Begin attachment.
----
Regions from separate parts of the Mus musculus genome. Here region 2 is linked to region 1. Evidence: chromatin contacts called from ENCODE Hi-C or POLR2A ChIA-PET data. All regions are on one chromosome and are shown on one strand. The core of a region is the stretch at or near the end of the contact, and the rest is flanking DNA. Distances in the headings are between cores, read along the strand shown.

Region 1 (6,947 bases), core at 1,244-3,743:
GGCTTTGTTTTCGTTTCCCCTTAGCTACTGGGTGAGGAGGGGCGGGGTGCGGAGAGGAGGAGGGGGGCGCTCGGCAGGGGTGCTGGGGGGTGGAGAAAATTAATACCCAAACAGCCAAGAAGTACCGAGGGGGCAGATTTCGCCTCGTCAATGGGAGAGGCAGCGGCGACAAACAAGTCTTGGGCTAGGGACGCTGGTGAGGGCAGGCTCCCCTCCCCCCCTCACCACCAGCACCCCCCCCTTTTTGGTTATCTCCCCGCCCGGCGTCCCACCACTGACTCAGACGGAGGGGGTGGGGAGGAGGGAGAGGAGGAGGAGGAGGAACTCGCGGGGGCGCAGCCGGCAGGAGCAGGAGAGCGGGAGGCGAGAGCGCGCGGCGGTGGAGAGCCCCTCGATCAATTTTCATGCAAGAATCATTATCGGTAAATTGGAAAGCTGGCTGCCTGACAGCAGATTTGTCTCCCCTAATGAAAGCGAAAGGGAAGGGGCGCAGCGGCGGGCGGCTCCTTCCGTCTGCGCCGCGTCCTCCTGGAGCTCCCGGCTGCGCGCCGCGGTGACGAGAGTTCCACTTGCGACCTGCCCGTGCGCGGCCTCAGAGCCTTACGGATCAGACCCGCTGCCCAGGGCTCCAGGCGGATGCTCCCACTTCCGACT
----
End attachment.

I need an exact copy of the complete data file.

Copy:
Regions from separate parts of the Mus musculus genome. Here region 2 is linked to region 1. Evidence: chromatin contacts called from ENCODE Hi-C or POLR2A ChIA-PET data. All regions are on one chromosome and are shown on one strand. The core of a region is the stretch at or near the end of the contact, and the rest is flanking DNA. Distances in the headings are between cores, read along the strand shown.

Region 1 (6,947 bases), core at 1,244-3,743:
GGCTTTGTTTTCGTTTCCCCTTAGCTACTGGGTGAGGAGGGGCGGGGTGCGGAGAGGAGGAGGGGGGCGCTCGGCAGGGGTGCTGGGGGGTGGAGAAAATTAATACCCAAACAGCCAAGAAGTACCGAGGGGGCAGATTTCGCCTCGTCAATGGGAGAGGCAGCGGCGACAAACAAGTCTTGGGCTAGGGACGCTGGTGAGGGCAGGCTCCCCTCCCCCCCTCACCACCAGCACCCCCCCCTTTTTGGTTATCTCCCCGCCCGGCGTCCCACCACTGACTCAGACGGAGGGGGTGGGGAGGAGGGAGAGGAGGAGGAGGAGGAACTCGCGGGGGCGCAGCCGGCAGGAGCAGGAGAGCGGGAGGCGAGAGCGCGCGGCGGTGGAGAGCCCCTCGATCAATTTTCATGCAAGAATCATTATCGGTAAATTGGAAAGCTGGCTGCCTGACAGCAGATTTGTCTCCCCTAATGAAAGCGAAAGGGAAGGGGCGCAGCGGCGGGCGGCTCCTTCCGTCTGCGCCGCGTCCTCCTGGAGCTCCCGGCTGCGCGCCGCGGTGACGAGAGTTCCACTTGCGACCTGCCCGTGCGCGGCCTCAGAGCCTTACGGATCAGACCCGCTGCCCAGGGCTCCAGGCGGATGCTCCCACTTCCGACT